Do you know what used to be there, a very long time ago?
...Yes, I know, The Dadeland Twin movie theater (with the Gold Triangle behind it)...but I mean even further back than that...
No clue? Would you believe that on this spot was an old CCC work camp that was turned into a POW camp for captured German soldiers during the war?
Yup. It's true. I remember my Dad telling me he would see soldiers taking POWs to the rockpit at Fuch's Park to bathe.
Sadly, there is very little I could find about this little known bit of Kendall history. There were two major camps for German POWs in Florida. One was Camp Blanding and the other Camp Johnston. The Kendall camp came under Camp Blanding.
From http://www.polk-fl.net/staff/teachers/tah/documents/floridaflavor/lessons/e-5.pdf: One relatively unknown fact about Florida in the World War II era is that our state was home to over 10,000 German prisoners of war. These men were often referred to as “guests” of Uncle Sam. Having been captured while serving on U-boats off the Atlantic Coast, with the Afrika Corps in Tunisia, with the paratroops in Italy, or with the labor battalions in France, these POWs were among the 378,000 Germans held as prisoners in 45 of the then 48 states.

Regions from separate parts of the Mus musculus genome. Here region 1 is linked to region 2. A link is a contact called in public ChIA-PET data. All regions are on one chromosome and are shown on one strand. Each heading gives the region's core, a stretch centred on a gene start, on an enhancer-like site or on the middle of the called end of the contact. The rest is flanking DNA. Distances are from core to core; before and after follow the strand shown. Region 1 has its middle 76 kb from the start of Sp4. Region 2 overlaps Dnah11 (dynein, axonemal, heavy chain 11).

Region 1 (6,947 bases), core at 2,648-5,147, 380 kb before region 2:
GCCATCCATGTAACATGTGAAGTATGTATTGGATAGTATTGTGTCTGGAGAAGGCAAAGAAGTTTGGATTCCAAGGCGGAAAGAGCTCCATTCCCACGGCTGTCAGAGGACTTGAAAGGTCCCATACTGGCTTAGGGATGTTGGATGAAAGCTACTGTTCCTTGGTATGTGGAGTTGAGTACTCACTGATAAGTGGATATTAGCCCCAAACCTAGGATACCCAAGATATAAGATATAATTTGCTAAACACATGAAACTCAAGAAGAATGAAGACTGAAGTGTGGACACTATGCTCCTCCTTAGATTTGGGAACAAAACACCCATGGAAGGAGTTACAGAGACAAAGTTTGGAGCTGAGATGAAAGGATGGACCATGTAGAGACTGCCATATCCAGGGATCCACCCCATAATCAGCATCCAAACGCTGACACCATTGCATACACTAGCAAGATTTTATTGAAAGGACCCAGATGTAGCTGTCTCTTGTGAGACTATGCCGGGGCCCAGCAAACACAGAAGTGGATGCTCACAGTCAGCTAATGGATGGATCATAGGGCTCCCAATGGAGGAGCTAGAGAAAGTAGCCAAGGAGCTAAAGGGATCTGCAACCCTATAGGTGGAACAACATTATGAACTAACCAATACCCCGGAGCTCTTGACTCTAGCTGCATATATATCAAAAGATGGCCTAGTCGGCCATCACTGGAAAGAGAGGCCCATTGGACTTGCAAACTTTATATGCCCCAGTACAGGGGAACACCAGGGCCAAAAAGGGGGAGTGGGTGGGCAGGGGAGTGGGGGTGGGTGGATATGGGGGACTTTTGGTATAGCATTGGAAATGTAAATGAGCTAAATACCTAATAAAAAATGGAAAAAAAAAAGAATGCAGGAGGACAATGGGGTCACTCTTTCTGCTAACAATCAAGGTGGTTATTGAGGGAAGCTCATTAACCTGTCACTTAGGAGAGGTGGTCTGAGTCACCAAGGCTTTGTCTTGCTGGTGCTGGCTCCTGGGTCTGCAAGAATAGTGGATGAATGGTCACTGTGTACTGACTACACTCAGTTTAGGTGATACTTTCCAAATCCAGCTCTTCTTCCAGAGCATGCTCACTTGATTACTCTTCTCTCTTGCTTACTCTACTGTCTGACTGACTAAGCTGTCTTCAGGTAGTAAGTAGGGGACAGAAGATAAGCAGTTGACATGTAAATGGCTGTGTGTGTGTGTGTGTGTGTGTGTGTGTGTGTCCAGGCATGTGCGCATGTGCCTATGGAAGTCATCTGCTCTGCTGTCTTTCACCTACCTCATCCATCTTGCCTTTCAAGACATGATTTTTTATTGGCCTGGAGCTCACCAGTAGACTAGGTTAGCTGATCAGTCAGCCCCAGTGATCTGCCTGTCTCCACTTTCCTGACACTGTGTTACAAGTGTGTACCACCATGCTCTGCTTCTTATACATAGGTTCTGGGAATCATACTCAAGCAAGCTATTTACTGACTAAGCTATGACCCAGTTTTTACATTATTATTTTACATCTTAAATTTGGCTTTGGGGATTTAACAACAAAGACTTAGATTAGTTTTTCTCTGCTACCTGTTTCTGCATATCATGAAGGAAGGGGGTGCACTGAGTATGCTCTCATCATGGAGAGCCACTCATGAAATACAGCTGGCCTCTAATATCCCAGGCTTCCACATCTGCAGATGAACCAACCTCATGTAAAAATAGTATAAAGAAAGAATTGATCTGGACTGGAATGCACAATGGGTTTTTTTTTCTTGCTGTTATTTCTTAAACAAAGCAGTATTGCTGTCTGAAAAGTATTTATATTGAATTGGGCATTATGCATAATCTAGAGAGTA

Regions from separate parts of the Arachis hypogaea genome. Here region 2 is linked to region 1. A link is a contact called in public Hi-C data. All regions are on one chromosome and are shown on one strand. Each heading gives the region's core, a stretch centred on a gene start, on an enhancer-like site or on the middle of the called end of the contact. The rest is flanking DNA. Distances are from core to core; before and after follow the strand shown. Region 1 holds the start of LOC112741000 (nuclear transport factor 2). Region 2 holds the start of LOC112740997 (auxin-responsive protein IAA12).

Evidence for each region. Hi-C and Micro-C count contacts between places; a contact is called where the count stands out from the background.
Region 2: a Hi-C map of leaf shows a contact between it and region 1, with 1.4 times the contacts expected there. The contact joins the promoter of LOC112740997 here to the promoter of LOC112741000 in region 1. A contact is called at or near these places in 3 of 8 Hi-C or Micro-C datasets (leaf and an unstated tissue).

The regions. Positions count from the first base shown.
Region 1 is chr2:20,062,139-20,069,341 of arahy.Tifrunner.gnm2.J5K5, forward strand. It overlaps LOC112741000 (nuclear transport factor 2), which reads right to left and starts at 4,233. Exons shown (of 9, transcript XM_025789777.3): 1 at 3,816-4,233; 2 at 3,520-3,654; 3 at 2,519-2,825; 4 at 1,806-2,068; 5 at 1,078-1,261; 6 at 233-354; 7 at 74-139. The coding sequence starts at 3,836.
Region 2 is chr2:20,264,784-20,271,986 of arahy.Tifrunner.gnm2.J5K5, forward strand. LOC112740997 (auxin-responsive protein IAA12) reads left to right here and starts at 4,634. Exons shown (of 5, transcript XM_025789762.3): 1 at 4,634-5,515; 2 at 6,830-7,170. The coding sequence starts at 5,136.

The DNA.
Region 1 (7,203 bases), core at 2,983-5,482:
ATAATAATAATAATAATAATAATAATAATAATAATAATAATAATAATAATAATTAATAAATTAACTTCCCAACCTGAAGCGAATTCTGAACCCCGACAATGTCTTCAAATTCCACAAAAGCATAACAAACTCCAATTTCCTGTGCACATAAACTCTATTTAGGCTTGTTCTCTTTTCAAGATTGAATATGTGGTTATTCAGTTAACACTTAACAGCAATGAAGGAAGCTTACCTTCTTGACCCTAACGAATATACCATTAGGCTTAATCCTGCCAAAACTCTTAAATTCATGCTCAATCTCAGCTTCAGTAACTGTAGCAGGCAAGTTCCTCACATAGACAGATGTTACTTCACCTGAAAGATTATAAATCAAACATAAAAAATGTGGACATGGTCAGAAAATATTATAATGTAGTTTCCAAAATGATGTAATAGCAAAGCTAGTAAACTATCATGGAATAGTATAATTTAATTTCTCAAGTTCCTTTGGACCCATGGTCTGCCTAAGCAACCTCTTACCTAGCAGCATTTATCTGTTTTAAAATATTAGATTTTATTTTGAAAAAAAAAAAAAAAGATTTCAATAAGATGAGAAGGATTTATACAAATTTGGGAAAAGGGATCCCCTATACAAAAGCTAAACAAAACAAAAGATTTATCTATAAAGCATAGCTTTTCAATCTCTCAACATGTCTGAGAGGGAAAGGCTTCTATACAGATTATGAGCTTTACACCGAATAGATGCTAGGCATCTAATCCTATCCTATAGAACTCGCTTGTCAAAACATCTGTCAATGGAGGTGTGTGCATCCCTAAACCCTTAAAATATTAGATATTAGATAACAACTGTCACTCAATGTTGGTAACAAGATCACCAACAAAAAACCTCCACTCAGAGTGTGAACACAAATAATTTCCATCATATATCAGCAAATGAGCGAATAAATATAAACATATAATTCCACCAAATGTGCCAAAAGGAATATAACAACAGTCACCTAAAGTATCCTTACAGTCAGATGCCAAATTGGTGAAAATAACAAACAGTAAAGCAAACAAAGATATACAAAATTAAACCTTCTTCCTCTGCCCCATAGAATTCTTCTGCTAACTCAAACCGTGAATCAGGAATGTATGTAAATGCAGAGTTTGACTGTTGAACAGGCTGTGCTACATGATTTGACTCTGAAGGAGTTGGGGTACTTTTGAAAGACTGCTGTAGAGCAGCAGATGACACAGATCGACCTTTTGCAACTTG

The German prisoners were treated VERY well...they were fed well, taught lessons in Democracy, could practice their religion, play sports, etc. If only we had been treated as well by the Germans.
There was even a POW camp in ritzy Bal Harbour (before it was ritzy!). The Bal Harbour Shops are where the camp used to be and the barracks were later turned into apartments! Crazy stuff...